Art Installation Exhibition Karmic II Opens July 30 at Jack Straw Cultural Center, Challenging Anti-Asian Hate

Seattle, WA, USA,2021-Aug-09 — /EPR Network/ — Jack Straw Cultural Center of Seattle, WA presents a new exhibition by artist May Maylisa Cat, Karmic II (2021), a multi-media and multi-screen art installation. This exhibition will run July 30 through September 10, and will feature an Artist Talk at 7:00 PM on August 13. More information about the exhibition and a virtual opening can be found at: Register for the Artist Talk in advance and you will receive a confirmation email with further information here:

Karmic II takes many of the horrors of 2020 and 2021 and blends them into an audiovisual installation meant to make us reconsider and challenge our own psychological perceptions of the world. Inspired by Southeast Asian horror movies and ‘90s TV drama of the ghost Phi Krasue, the artist investigates what exactly creates “a monster,” and what psychological and social control they enforce through sonic elements and performance. Karmic II is a continuation of a New Media Fellowship project and immersive installation, Karmic I, exhibited at Open Signal in 2019 in Portland, OR. 

In 2020, racialized terms such as the “Kung Flu” and “Chinese Virus” incited a surge of anti-Asian xenophobia experienced across the United States. This led to an escalation of instances of brutal hate crimes toward Asian communities, including the 2021 Atlanta Spa Shooting in which six Asian women were murdered in their place of work. The gunman later blamed his sex addiction, particularly toward Asian women, for his violence against them and pleaded guilty. In the Karmic II exhibition, the artist highlights the persistent brutalization of Asian women. “I hope to raise awareness and dismantle these harmful [racist] ideas,” says the artist about her new exhibit. She was able to “examine the thin line between desire and fear,” particularly in relation to how Asians, and primarily Asian women, are seen in society. Utilizing a complex range of audiovisual approaches, Cat scrutinizes Western media and hyper-capitalist entertainment through a lens of white sexual imperialism, feminist jurisprudence, and critical race theory to explore the attitudes that contribute to these issues.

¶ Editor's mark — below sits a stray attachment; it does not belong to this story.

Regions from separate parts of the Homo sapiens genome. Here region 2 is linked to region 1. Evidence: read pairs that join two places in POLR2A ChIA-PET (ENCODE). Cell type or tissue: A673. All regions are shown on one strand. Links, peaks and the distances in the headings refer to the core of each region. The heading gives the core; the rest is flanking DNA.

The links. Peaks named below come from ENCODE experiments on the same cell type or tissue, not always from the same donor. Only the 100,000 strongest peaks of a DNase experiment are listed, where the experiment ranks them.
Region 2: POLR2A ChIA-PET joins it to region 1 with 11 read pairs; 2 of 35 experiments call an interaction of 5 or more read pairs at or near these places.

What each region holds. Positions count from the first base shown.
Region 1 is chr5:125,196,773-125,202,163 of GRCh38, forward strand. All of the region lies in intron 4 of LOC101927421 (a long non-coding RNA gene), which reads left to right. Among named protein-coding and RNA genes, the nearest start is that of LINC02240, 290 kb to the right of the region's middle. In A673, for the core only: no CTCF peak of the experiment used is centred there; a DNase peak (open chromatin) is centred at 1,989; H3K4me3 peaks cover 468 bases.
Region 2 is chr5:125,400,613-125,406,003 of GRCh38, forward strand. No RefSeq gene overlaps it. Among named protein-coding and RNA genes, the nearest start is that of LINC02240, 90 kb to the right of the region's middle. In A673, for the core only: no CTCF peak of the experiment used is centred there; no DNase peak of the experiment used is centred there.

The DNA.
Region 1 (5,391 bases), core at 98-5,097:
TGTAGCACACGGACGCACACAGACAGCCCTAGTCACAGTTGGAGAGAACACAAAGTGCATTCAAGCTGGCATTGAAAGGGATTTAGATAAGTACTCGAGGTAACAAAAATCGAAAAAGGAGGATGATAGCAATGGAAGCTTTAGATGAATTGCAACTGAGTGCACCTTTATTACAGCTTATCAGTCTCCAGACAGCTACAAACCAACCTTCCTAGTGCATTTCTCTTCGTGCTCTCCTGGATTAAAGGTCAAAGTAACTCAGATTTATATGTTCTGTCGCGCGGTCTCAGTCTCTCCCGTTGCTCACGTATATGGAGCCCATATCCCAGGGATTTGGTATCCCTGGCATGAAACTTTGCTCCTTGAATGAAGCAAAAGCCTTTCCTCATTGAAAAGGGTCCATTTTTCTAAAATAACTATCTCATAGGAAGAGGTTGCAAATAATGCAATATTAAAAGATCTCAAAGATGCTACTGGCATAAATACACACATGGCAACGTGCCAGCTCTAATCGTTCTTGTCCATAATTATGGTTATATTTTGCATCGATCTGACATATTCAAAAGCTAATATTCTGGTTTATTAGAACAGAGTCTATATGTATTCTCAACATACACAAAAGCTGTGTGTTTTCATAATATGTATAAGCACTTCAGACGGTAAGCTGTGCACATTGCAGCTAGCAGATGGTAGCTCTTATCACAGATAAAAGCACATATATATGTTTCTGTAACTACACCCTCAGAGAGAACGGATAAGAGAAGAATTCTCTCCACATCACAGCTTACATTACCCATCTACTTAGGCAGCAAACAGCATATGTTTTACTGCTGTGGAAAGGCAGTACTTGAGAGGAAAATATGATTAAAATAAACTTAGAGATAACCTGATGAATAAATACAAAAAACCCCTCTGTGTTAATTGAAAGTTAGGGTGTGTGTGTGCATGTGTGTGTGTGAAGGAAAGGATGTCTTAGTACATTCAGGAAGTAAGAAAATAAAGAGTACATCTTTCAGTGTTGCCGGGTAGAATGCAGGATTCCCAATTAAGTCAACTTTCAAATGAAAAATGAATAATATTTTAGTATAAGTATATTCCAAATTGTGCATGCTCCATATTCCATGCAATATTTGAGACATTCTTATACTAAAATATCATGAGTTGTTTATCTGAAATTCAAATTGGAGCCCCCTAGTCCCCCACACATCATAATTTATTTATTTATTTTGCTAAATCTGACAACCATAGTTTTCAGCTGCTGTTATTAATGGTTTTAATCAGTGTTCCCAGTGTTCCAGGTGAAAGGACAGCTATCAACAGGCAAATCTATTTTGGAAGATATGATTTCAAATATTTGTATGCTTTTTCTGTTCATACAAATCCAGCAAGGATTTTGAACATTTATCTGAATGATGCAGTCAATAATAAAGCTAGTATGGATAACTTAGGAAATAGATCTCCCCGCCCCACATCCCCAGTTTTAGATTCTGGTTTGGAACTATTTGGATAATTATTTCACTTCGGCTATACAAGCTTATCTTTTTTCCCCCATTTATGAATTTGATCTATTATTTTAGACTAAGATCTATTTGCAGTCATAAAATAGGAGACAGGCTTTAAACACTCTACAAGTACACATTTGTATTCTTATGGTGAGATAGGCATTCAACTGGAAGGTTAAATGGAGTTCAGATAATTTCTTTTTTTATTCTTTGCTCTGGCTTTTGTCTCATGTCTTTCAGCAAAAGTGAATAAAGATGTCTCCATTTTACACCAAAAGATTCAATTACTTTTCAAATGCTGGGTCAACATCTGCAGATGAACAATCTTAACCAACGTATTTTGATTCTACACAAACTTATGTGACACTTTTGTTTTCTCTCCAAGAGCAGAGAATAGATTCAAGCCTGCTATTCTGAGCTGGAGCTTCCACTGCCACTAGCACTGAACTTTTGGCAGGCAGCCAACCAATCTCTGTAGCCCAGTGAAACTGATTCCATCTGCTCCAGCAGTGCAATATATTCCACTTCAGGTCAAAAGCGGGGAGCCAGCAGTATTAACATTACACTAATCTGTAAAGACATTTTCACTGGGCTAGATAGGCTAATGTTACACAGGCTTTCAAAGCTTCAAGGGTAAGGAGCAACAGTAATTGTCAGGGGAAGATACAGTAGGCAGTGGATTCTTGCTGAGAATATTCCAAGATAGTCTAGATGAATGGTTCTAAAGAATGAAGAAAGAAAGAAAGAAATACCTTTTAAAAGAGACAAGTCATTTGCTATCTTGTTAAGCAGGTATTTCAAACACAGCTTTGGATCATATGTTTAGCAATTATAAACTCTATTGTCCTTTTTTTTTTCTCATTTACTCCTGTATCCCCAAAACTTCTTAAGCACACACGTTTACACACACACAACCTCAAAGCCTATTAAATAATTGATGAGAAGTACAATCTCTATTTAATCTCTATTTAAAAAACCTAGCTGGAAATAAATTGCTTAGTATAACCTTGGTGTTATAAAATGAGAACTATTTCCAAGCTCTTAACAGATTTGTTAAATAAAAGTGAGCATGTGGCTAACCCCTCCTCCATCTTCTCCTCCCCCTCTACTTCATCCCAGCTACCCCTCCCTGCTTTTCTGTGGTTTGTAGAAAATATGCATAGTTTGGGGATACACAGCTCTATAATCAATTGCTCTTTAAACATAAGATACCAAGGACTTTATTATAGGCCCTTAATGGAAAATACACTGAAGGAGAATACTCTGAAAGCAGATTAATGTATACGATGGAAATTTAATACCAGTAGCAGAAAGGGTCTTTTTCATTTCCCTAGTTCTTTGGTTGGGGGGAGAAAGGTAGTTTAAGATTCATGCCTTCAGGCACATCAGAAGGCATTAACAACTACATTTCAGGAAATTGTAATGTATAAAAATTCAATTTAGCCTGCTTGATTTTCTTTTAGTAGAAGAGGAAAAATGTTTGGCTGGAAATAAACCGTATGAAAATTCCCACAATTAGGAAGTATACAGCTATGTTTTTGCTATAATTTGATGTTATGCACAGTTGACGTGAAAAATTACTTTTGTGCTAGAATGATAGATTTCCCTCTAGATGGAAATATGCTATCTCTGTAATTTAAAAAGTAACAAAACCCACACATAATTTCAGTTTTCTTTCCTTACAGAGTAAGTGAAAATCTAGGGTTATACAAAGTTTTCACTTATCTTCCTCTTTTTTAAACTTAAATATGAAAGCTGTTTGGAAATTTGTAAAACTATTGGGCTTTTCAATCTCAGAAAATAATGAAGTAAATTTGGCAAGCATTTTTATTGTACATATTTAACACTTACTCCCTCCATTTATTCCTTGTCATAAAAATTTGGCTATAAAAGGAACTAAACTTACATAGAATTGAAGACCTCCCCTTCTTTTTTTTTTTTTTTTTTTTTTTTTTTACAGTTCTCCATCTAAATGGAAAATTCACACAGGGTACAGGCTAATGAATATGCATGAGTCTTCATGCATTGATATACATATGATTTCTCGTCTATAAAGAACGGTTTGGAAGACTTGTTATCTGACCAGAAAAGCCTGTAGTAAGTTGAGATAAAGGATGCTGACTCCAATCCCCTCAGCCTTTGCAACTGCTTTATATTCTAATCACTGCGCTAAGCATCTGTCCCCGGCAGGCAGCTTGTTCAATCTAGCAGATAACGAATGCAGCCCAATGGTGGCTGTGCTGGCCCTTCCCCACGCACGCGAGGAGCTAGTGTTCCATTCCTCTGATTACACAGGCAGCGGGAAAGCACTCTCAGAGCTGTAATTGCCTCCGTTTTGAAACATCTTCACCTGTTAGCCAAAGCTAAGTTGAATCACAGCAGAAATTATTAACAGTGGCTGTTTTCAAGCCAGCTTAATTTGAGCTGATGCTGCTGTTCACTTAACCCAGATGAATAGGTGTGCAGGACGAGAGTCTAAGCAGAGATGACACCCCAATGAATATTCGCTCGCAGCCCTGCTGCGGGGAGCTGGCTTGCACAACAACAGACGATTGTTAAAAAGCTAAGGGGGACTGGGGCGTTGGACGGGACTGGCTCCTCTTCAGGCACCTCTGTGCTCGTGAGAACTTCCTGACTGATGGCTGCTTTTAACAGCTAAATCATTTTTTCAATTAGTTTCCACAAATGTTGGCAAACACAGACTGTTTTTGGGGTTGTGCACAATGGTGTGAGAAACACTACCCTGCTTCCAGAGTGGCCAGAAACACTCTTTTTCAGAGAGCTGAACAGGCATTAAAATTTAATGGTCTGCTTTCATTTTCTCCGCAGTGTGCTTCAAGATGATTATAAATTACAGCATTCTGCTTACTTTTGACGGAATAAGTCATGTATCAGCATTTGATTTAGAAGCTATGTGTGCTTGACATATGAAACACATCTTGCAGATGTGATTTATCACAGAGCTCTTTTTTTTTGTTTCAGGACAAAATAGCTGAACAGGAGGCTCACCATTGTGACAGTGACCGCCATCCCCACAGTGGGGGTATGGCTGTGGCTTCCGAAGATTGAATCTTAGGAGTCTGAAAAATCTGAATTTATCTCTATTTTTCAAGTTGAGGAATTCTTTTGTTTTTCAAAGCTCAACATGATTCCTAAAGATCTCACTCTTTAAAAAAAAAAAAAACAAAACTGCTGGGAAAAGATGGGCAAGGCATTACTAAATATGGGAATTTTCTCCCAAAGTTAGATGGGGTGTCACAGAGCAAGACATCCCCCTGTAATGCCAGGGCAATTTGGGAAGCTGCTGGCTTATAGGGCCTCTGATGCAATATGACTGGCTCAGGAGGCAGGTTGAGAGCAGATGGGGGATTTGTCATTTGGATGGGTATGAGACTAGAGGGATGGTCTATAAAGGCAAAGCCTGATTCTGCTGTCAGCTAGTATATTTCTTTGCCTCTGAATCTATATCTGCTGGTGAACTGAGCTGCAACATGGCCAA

Works within the exhibition include Transfer Fear: Superimposing Vintage Horror Movie Posters on Vintage Adult Magazines for Shadow Puppets and Horror & Its Uni Verse. The former uses a laser cut out superimposing vintage horror movie posters onto Vintage Adult Magazines to explore the fear and desire for Asian bodies in media and entertainment. The latter employs horror conventions and glitch with audio and video projections to critique online monetization and capitalism from the perspective of a scene that is incredibly reminiscent of the COVID-19 era.

May Maylisa Cat was awarded the Jack Straw New Media Gallery residency, which offers up to three artists/artist teams in the Pacific Northwest the opportunity to create and present work involving sound and technology. Gallery residencies include an exhibition; 20 hours of audio engineering and studio assistance; access to audio recording, production, and presentation equipment; two public events – the opening and an artist talk; and an interview podcast (

This exhibit is supported in part by funds from the Oregon Arts Commission. 

About May Maylisa Cat: May Maylisa Cat is a multidisciplinary artist whose work spans new media, performance art, sculpture, and installation. Her projects have received support from The Franklin Furnace Fund; Precipice Fund; Oregon Arts Commission; and Regional Arts and Culture Council of Portland.

Recent exhibitions include Karmic II, Jack Straw Cultural Center, Seattle, WA, 2021; GLEAN, Oregon Center for Contemporary Art, Portland, OR, 2020; and Karmic I, a multi-screen immersive installation at Open Signal, Portland, OR, 2019. Residencies include: Chautauqua Visual Arts, Santa Fe Art Institute, Fountainhead Residency, Wassaic Project, Caldera Arts, Stelo Arts, Pilchuck Glass School, and many others. She has spoken as a guest lecturer for Carnegie Mellon University School of Fine Art in Pittsburgh, PA; Yale School of Art in New Haven, CT; and Cooper Union in New York, NY. She is based in Portland, OR.

About Jack Straw Cultural Center: Jack Straw Cultural Center is the Northwest’s only non-profit multidisciplinary audio arts center. A community-based resource since 1962, it provides a production facility that is unlike any other in the region for local artists who work creatively with sound. Jack Straw focuses on annual artist residencies through their Artist Support Program, their Writers Program, and their Gallery Residency Program; art and technology education for all ages; arts and heritage partnerships; and radio and podcast production. Their full-service recording studio is also available for a range of arts projects.

Visits to Jack Straw Cultural Center are by appointment. Contact information here:
(206) 634-0919
Jack Straw New Media Gallery
261 Roosevelt Way NE, Seattle, WA 98105

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